6. 6. 6 Egypt – 2015, in collaboration with UNESWA, AfDB & UNECA Libya – 2016, in collaboration with UNFPA & Palestine Bureau of Statistics Sudan – Planned (2016) Jordan – Planned (2016)
  7. 7. 7 Egypt • Achivements  Produces quarterly & annual GDP estimates  Produces tourism satellite accounts  Conducted economic census (2014)– updated business register  External trade statistics produced on monthly and annual basis • But  not all administrative data are utilized in GDP estimates – underestimates the sectors (growth) that are more attractive/unattractive for investment.  Final expenditure of Non-Profit Institutions Serving Households (NPISH) not included in the final consumption of households’ estimates – the estimate is that considerable funds/services are received from these institutions (religious, political, etc)
  8. 8. 8 Libya • Produced annual business registers 1992-2013 • However currently not updated • External trade statistics compiled from administrative records from Customs Authorities 1966-2014 • No sharing of data between NSO and Customs Authority • National accounts produced by Ministry of Planning • No data on informal sector are included • No definition has been agreed at the national level on informal sector • Undercount or absence of informal sector affects estimates of national accounts
  9. 9. 9 • Focus on productive sectors • GDP and Macroeconomic indicators • Production and Trade snapshot • Business information register • Access to skills, expertise & core competences • Labour force surveys & employment statistics • Market opportunities • External and domestic trade statistics, price statistics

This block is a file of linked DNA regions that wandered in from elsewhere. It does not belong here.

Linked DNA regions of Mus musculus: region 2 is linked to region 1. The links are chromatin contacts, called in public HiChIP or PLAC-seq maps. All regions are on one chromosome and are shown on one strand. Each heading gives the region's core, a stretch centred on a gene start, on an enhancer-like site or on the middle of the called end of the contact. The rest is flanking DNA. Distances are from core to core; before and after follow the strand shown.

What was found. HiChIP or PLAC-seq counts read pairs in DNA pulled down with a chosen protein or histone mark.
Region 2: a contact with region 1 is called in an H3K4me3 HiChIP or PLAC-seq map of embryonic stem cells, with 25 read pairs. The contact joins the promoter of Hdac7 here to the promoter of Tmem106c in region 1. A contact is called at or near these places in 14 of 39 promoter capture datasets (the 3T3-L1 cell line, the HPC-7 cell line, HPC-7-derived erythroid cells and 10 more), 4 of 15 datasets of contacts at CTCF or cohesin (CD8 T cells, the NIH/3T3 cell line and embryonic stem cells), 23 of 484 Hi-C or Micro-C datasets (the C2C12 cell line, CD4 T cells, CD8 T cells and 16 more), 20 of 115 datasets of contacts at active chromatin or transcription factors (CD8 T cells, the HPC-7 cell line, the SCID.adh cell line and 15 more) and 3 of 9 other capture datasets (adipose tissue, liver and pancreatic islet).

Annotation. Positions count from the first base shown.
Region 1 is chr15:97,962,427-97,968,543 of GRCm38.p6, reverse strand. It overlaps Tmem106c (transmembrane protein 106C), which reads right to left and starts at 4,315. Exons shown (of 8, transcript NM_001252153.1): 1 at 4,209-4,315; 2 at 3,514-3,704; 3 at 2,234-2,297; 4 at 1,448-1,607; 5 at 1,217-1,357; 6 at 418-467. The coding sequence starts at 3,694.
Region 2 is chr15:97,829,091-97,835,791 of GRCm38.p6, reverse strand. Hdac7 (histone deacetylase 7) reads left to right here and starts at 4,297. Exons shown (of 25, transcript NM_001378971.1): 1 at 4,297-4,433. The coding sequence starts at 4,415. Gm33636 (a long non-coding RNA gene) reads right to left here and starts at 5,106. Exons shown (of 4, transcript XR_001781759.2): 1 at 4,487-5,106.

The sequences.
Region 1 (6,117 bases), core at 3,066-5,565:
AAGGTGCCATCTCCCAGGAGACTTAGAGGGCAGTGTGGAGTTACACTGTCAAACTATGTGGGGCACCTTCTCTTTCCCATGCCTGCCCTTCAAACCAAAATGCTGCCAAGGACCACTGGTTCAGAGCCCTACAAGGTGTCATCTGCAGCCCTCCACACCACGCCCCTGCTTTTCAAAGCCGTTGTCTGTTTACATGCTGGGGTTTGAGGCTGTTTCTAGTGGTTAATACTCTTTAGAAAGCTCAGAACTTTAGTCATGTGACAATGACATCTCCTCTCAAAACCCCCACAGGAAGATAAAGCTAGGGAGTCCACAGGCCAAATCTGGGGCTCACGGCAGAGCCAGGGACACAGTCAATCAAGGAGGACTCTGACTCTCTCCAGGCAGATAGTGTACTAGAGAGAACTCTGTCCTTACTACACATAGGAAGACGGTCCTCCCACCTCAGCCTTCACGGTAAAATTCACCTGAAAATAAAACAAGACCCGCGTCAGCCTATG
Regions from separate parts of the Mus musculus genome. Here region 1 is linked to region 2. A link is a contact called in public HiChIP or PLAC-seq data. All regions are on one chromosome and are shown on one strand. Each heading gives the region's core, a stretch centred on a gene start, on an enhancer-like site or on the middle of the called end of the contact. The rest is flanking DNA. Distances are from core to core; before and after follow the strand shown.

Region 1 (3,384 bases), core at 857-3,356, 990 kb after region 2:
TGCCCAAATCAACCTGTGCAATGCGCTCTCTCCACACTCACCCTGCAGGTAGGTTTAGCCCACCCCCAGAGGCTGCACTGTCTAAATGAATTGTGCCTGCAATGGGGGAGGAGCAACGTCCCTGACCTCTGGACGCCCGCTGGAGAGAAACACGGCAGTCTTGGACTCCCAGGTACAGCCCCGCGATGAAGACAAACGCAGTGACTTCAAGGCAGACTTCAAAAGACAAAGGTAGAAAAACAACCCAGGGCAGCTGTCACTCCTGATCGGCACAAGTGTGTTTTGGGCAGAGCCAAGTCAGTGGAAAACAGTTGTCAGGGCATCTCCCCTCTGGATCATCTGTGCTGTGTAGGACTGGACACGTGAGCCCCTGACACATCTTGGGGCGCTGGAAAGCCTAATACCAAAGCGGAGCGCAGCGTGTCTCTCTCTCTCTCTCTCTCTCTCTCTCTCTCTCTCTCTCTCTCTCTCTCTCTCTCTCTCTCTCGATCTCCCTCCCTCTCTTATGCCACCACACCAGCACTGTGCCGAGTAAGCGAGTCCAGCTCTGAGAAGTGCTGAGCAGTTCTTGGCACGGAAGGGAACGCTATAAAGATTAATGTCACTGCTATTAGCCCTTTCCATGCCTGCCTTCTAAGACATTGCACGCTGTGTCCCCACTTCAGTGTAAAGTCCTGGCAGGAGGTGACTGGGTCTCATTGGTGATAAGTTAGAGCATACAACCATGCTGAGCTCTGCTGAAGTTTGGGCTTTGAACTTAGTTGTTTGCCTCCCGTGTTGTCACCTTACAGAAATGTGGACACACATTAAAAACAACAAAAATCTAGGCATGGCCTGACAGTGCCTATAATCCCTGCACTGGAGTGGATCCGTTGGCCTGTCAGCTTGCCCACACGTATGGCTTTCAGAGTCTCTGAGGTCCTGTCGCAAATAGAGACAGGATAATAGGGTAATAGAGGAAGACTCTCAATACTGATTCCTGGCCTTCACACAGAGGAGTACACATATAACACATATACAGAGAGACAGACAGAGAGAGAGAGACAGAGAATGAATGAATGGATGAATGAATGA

10. 10. 10 • Use new sources of data • Produce right time information • Helping Investors Bring Electricity to the First Mile in Sub-Saharan Africa (PREMISE) • Follow population displacement (Nepal) • Estimate poverty and key social indicators (Nigeria) • Predict spread of infectious diseases (Ebola) • Estimate harvest size (early warning systems for crop failure) • Use cellphone metadata (who calls whom, when and for how long) to measure wealth
  11. 11. 11 • Partners: Orange/Sonatel, NSO Senegal • Hypothesis: Mobile phone user behaviour reveals socio-economic characteristics • Approach: • Re-build survey data with model using “call logs” • Estimate literacy level on monthly basis • Check consistency with survey results • CDRs: Location (antenna +/- 2km), time, emitter and receiver (identifiers)
  12. 12. 12 Opportunities • Cost-effectiveness • Timeliness • Granularity • Data in new areas Challenges • Competitive risks • Privacy and ethics • Legal constraints • Turning PPPs for statistics into a viable business model • Technical and statistical challenges Source: Public-Private Partnerships for Statistics: Lessons Learned, Future Steps, PARIS21 Working Paper Non-rivaly of data; Diffusion of fixed costs Spatial granularity; Temporal granularity; Thematic granularity; Unit granularity Reputational and ethical issues; Decreased data availability Uncertainty about the demand for unofficial data; Demonstrating the benefits of PPPs
  13. 13. 13 • Costs: reduces cost of undertaking frequent surveys • Security: minimises risks of data collectors travelling to insecure places • Lack of other data: provides data that may not be collected due to fragility • Timeliness: data is available all the time & on time • Shared resources & risks: including financial, political, security, infrastructure and human resources
  14. 14. 14 • Combining data • Complementing official statistics with new sources of data So that we move from Prevention Predictability Reaction Real-time monitoring
  15. 15. twitter.com/ContactPARIS21 facebook.com/ContactPARIS21 youtube.com/PARIS21OECD PARIS21 Secretariat OECD/DCD 4 Quai du Point du Jour 92100 Boulogne-Billancourt, France contact@paris21.org www.paris21.org